Once the batter steps into the batter’s box, it’s almost like the batter is stepping into another dimension or character that perceives reality differently. Our mind can actually experience a situation called time warping, where perception of time is momentarily suspended. Batters can actually train their mind to detect the ball’s projected path to a point in the future.

The batter is able to engage their subconsciousness by switching on their auto-pilot, while momentarily disengaging their consciousness. This was a technique discussed on The Golf Fix with Michael Breed, who featured the sports psychologist, Dr. Nick Molinaro. Dr. Molinaro used the phrase Shift attention by being aware, not distracted. What this is describing is the golfer’s ability to transfix on the subconscious to execute the golf shot and eliminate the distractions of their conscious mind. This allows the golfer to use the ESPY technique to maximum the results with the minimum effort.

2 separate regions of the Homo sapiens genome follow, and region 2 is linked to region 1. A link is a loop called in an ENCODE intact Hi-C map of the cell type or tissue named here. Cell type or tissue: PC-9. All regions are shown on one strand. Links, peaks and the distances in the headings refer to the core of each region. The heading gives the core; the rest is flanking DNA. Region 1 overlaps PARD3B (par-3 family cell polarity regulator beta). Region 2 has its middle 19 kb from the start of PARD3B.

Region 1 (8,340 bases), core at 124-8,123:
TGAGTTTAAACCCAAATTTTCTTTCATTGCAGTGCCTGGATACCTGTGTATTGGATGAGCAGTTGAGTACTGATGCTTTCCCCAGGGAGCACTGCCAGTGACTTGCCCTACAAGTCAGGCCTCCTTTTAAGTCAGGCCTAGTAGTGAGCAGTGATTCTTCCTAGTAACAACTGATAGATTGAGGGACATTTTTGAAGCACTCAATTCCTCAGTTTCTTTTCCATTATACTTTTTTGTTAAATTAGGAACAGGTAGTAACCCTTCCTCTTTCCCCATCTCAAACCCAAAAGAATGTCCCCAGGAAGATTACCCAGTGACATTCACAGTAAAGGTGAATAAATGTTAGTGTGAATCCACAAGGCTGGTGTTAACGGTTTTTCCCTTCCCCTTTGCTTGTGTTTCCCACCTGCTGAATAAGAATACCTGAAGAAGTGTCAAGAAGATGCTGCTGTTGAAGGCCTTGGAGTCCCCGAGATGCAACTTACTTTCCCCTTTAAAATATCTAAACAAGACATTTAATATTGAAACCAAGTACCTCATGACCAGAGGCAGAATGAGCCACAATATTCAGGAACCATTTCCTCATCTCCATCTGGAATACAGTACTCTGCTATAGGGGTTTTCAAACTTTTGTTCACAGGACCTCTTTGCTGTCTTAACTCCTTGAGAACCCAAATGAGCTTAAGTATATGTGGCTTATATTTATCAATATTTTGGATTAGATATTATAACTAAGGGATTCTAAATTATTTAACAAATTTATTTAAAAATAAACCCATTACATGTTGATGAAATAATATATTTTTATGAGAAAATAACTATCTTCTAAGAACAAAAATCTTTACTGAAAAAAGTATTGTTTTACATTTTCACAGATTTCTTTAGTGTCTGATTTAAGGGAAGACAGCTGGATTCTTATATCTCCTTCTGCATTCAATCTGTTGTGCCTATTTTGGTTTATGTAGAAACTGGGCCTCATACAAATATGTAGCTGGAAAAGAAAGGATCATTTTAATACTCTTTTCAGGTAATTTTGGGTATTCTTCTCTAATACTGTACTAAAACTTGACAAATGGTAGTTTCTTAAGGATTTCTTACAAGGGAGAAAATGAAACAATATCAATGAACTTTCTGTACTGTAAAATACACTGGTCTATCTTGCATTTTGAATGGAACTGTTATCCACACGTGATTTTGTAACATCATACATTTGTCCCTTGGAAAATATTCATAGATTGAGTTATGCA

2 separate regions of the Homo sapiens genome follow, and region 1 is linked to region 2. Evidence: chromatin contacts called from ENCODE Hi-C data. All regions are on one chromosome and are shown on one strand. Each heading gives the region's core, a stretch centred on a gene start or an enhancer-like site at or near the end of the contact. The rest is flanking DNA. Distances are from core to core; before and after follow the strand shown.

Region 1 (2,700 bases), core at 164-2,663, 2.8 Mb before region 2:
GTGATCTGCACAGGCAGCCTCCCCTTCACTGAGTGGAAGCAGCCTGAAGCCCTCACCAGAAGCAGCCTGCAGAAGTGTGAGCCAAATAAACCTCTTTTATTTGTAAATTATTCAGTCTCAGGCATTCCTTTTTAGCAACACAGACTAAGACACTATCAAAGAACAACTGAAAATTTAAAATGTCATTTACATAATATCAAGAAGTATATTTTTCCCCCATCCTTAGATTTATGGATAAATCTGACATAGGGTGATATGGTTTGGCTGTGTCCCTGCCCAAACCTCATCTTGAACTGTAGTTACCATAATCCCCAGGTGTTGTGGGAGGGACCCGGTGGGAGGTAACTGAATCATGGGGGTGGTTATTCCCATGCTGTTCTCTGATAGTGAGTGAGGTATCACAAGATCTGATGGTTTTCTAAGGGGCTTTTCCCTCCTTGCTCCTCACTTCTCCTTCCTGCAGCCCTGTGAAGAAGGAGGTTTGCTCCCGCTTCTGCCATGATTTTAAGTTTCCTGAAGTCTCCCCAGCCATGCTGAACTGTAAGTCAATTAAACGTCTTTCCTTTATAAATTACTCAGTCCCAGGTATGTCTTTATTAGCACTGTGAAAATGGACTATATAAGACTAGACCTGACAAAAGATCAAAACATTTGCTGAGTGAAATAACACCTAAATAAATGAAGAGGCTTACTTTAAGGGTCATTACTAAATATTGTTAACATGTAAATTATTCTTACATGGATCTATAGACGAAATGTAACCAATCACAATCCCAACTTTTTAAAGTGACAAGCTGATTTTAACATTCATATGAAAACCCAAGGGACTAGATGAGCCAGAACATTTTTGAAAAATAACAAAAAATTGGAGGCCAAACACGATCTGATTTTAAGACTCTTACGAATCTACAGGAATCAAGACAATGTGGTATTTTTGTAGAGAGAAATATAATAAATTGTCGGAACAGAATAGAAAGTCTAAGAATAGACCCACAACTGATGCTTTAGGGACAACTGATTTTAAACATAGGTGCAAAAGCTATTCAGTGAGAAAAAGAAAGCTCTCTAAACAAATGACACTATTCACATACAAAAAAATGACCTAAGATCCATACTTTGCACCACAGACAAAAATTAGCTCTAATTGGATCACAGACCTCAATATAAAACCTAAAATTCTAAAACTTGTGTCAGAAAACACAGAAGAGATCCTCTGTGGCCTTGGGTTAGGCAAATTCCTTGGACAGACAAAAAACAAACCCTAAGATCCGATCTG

Low-handicap and professional golfers alike can EXPAND their mind to that of a spectator and let someone like Jack Nicklaus or Arnold Palmer, in their subconscious mind, take the golf shot. The golfer FEELS that there is little to no effort being exerted, because someone else, NAME, is performing the golf shot. This is due to the fact that the subconscious mind takes command and control of the golfer’s performance. The subconscious mind is process-oriented, faster, stronger, and inherently responds better than the conscious mind. The subconscious mind is relying on muscle memory rather than swing thoughts. The conscious mind only needs to think FEEL and not think HOW.